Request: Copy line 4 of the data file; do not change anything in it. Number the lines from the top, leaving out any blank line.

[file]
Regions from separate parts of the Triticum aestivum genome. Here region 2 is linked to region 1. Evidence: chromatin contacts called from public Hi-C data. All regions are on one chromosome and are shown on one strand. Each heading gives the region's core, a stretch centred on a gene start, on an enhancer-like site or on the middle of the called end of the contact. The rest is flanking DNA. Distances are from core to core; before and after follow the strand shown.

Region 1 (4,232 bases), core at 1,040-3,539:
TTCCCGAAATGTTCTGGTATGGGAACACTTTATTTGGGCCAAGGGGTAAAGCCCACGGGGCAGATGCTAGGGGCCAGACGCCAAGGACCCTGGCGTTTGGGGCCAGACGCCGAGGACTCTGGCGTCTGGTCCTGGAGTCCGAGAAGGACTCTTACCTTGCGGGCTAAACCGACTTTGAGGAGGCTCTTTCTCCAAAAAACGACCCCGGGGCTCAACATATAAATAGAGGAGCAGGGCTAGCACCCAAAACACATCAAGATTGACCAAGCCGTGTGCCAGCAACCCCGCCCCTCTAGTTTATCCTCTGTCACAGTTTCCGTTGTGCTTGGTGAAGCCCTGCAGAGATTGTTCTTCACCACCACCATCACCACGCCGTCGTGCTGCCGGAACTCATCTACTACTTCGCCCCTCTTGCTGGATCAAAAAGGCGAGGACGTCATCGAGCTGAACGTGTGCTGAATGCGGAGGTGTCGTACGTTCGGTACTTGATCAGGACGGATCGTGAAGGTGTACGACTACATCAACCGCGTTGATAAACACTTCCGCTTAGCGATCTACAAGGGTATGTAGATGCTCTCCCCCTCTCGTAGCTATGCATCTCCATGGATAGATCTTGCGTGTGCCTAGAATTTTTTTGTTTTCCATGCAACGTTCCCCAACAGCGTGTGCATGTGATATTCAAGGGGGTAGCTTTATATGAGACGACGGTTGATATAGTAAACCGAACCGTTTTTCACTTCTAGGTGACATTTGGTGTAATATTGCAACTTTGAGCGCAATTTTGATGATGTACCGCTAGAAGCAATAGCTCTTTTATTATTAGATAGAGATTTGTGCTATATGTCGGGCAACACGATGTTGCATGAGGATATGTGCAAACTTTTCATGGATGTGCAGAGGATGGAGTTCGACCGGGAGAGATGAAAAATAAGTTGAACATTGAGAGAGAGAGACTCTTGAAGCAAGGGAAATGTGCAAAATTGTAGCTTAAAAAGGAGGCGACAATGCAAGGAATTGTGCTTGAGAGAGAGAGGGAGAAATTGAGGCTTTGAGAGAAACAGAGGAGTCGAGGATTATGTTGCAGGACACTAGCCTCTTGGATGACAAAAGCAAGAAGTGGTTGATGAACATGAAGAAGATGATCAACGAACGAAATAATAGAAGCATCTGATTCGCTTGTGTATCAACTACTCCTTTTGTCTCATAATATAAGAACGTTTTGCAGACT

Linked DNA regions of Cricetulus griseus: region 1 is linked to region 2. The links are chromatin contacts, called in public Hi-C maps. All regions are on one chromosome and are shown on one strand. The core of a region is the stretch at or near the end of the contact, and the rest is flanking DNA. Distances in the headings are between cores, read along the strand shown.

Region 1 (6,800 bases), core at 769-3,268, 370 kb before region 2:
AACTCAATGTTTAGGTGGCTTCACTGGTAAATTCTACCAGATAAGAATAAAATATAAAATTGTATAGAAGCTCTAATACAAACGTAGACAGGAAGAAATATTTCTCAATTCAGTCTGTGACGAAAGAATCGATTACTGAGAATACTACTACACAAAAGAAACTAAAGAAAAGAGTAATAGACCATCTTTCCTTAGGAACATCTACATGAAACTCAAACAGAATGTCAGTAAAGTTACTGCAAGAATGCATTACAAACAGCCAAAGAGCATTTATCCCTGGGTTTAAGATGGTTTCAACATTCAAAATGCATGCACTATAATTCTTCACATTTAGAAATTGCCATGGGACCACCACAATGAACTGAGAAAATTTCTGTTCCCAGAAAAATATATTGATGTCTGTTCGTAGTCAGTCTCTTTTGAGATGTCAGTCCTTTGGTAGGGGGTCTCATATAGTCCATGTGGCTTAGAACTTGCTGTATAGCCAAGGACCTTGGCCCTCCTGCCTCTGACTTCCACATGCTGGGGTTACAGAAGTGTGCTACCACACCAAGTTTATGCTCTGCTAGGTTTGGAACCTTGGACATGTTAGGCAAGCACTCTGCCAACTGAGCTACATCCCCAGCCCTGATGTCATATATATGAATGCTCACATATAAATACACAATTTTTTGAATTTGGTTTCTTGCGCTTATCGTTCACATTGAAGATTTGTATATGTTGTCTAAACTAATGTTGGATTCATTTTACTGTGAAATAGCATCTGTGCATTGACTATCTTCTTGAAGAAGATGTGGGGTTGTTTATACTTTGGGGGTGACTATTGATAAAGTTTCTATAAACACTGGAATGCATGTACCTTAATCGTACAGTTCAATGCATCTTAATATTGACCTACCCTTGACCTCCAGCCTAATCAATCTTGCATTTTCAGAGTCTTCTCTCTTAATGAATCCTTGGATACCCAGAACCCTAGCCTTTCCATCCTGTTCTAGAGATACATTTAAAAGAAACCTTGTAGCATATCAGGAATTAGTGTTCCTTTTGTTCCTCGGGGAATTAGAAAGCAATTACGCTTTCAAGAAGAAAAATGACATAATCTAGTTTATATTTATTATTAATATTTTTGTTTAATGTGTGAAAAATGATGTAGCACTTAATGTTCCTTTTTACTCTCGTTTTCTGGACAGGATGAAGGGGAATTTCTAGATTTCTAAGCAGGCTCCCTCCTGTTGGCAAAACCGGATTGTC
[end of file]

Linked DNA regions of Cricetulus griseus: region 1 is linked to region 2. The links are chromatin contacts, called in public Hi-C maps. All regions are on one chromosome and are shown on one strand. The core of a region is the stretch at or near the end of the contact, and the rest is flanking DNA. Distances in the headings are between cores, read along the strand shown.